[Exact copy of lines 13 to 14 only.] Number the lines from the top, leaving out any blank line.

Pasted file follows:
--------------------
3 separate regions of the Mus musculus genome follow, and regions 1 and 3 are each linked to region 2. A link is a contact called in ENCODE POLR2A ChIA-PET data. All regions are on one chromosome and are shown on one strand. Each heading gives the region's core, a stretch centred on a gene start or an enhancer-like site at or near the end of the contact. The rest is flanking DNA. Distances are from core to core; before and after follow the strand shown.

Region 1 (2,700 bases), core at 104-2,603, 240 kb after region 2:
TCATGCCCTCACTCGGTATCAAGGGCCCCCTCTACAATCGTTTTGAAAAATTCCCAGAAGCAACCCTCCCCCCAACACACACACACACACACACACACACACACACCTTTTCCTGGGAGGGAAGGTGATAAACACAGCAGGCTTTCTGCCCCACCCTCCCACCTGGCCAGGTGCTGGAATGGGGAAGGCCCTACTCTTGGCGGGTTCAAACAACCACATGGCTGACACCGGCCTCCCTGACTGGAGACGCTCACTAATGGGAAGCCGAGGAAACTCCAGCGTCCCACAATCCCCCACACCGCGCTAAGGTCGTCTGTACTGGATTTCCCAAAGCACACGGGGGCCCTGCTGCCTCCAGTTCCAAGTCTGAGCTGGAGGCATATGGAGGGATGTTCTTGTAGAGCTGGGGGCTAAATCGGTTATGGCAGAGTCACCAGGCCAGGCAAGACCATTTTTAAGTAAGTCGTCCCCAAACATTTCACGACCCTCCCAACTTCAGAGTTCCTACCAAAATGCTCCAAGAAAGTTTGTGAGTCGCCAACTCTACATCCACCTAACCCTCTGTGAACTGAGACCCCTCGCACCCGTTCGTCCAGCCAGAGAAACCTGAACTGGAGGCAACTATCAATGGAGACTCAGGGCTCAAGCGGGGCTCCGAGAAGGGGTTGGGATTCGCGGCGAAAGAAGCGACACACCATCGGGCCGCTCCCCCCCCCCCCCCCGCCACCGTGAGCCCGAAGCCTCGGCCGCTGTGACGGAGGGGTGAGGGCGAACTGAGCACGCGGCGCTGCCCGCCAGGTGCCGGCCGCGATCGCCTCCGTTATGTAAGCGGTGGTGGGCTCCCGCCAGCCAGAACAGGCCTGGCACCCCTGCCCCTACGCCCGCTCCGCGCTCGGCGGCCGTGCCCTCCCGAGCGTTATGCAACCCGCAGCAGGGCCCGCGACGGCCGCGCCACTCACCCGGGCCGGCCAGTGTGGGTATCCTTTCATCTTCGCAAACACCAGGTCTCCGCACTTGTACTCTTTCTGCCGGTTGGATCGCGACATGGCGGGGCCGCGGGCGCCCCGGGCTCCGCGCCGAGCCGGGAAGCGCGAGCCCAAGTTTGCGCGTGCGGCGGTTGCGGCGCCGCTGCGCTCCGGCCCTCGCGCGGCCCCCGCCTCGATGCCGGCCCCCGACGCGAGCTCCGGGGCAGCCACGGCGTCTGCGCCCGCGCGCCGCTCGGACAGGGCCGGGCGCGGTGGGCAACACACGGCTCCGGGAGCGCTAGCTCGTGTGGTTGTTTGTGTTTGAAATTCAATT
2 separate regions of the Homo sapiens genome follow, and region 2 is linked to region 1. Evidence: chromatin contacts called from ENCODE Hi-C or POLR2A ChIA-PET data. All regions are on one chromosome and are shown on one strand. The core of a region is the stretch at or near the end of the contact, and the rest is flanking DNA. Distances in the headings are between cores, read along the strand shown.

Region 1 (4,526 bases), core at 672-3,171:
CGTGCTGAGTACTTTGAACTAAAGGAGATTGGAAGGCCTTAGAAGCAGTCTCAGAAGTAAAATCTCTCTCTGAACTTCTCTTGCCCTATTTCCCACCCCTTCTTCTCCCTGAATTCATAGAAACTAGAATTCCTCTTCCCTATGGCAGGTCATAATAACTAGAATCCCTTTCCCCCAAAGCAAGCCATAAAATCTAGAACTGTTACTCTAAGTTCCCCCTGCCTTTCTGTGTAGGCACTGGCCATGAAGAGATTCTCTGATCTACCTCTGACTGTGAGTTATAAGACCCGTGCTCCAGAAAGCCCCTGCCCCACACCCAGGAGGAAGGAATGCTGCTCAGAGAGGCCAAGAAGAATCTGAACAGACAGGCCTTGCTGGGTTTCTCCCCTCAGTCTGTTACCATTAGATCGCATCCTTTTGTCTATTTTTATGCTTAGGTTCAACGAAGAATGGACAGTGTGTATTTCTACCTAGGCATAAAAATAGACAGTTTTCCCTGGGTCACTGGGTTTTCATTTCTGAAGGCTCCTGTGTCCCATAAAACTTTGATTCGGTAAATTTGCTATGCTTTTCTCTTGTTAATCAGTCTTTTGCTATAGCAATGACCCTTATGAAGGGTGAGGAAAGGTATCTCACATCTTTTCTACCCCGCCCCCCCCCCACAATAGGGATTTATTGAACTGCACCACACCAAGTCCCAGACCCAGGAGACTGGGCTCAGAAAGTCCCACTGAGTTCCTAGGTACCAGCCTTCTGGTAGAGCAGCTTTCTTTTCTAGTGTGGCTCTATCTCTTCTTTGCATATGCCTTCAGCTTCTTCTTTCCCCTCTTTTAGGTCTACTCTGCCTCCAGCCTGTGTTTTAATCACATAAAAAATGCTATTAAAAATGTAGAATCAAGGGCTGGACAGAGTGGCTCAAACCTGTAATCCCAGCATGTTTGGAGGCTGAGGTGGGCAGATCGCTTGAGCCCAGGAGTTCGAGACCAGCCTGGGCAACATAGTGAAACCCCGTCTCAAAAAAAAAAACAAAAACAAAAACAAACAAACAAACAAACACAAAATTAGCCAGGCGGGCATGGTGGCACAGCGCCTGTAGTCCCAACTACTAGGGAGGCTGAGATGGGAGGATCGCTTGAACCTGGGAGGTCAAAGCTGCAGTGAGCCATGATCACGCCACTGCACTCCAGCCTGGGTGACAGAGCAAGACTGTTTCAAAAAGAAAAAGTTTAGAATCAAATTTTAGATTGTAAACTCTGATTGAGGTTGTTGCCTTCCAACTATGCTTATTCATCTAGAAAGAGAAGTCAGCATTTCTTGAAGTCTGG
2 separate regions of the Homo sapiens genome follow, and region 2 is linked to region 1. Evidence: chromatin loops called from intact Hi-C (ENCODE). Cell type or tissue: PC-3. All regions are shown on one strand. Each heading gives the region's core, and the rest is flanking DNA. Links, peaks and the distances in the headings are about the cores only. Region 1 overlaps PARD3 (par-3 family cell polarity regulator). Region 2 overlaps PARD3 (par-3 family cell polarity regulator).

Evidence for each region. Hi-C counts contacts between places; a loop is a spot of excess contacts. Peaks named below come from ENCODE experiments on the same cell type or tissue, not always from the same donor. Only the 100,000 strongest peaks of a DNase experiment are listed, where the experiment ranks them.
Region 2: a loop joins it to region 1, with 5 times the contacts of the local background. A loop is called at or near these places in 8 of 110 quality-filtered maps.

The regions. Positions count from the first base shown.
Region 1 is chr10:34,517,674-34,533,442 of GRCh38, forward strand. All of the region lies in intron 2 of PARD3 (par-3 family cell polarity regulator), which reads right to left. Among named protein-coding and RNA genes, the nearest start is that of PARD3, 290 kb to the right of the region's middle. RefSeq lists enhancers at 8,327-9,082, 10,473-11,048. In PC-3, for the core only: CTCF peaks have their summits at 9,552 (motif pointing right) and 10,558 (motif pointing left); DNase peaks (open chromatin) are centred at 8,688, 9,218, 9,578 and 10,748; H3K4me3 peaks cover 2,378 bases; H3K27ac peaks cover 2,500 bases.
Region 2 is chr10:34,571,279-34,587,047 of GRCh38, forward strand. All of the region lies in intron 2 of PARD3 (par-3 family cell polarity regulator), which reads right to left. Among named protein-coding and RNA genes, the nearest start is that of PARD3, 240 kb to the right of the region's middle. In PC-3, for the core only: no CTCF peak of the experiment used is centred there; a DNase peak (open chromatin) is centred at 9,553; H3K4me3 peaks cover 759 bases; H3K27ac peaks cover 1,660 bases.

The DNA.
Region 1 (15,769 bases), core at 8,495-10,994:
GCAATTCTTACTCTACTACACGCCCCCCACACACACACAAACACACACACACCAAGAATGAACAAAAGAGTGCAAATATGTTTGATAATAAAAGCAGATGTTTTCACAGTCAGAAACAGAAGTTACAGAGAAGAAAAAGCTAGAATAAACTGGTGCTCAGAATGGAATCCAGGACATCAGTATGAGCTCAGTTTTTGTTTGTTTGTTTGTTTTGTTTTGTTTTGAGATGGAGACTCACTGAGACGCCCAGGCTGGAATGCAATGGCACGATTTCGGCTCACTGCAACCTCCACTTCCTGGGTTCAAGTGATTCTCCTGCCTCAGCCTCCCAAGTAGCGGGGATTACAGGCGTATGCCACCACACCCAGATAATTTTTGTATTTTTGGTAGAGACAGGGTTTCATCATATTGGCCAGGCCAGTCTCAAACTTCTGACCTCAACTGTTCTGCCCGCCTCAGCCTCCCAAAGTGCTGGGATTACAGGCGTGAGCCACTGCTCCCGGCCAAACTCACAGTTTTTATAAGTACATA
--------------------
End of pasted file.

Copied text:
The DNA.
Region 1 (15,769 bases), core at 8,495-10,994: